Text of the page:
Another way for some SMEs to come to the capital markets is through special purpose vehicles raising debt secured against real assets.

Since the great financial crisis, the large investment bank arrangers of securitization deals have turned away from smaller transactions.

“The leading investment banks compete hard on simple, transparent and standardized securitizations mainly of financial assets – mortgages, consumer finance, CLOs – in benchmark size of around $1 billion,” says Scott Levy, chief executive of Bedford Row Capital Advisors. “But the only issuers that can present large portfolios of such assets tend to be other banks.”

Bedford Row Capital specializes in arranging smaller deals of $50 million to $250 million, secured against real assets including property, commodities, leases and others.

Scott Levy,
Bedford Row Capital

Levy tells Euromoney: “Most investment banks now tend to describe such assets as exotic, even though the technology for raising finance against them and their cash flows through bankruptcy-remote structures is hardly rocket science.”

Bedford Row Capital was established four and half years ago with the vision of taking a merchant-bank approach to arranging smaller senior secured deals for companies, setting them up with trustees and custodians while cutting costs through standardized legal documentation.

“Securing debt against solar panels or mining assets or commodities has been branded a niche or specialist activity,” Levy tells Euromoney, “but the techniques are the same as for large, simple benchmark deals. And there is so much scalability and efficiency in taking a programme-based, standardized approach to structuring these transactions and their underlying documentation.”

Secure risk

Levy offers an example: a $60 million deal for Sustainable Capital, to finance a high-performance computing business in Sweden running on 100% renewable energy sources.

He says: “It operates in a nuclear power station that was built but never commissioned and that stands close to renewable power and water-cooling, which is essential for such an operation. The security is the leased high-performance units that supply businesses with cloud-based computing capacity.”

Without secured finance, the company would have had no chance to raise debt.

“The alternative was equity,” says Levy. “So, while these deals are certainly in the high-yield space, with coupons of anywhere from 6% to 9%, investors get yield with underlying security over assets and cash flows while the issuer doesn’t have to pay 20% for private equity.”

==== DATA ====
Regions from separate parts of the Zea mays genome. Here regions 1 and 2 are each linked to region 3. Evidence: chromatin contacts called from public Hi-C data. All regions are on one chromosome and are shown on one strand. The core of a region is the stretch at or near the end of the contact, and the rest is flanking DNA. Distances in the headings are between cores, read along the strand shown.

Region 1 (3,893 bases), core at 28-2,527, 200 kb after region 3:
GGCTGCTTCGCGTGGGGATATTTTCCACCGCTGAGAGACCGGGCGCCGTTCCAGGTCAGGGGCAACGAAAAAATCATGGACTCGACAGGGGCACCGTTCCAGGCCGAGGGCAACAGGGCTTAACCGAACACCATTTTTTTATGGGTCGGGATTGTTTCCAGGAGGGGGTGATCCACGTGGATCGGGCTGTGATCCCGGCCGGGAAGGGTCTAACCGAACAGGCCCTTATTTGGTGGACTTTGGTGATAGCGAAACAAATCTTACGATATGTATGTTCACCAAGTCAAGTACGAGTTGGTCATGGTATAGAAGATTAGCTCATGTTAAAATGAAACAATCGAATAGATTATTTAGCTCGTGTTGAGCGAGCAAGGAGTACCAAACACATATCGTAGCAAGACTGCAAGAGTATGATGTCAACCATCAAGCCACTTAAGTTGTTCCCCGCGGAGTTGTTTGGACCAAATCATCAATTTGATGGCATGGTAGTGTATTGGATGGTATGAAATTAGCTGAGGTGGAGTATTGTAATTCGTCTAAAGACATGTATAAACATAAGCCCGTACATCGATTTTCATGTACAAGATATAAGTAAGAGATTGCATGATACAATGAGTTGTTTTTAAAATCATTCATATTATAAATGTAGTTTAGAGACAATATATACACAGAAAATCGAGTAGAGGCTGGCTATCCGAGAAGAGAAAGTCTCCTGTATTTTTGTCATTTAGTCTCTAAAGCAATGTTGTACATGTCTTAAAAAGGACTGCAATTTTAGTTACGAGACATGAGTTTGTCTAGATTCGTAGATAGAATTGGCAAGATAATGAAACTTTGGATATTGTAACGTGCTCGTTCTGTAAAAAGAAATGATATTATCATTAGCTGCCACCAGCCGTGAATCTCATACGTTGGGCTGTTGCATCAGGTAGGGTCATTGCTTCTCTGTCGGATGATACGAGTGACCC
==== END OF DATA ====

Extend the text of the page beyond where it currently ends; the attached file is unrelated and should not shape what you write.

Securing debt against solar panels or mining assets or commodities has been branded a niche or specialist activity, but the techniques are the same as for large, simple benchmark deals

 -Scott Levy, Bedford Row Capital

Who are the buyers for these kinds of deals?

Levy says: “It is smaller banks, insurance companies, institutional investors, even corporate treasurers with spare cash to invest that want to earn a return on it with adequate security.”

He continues: “When we started four and half years ago, we thought we would mainly work on property deals, at a time when anything beyond residential mortgages – even assets as plain vanilla as student accommodation – was dubbed exotic. But the new trend is very much to short-dated structures. In the search for yield, many investors would rather avoid extending duration now and want secured credit risk instead. So, trade finance is one big source of secured, self-liquidating assets.”

The company hopes to raise up to $250 million through CP Funding, a multi-originator pool for financing against grain shipments.

“If you sell a shipment of grain, there’s a buyer waiting who will pay for it when it reaches port and is unloaded,” Levy says: “For the time it’s at sea, it is insured, its value can be gauged at the market price and investors can capture a discount to that from producers who want cash up-front ahead of the grain reaching its destination.

“By working with different originators selling to different destinations, we can provide investors with preferred maturities, for example many want 30 days.”

Between scarce bank debt and high-cost equity, there are other ways to finance SMEs.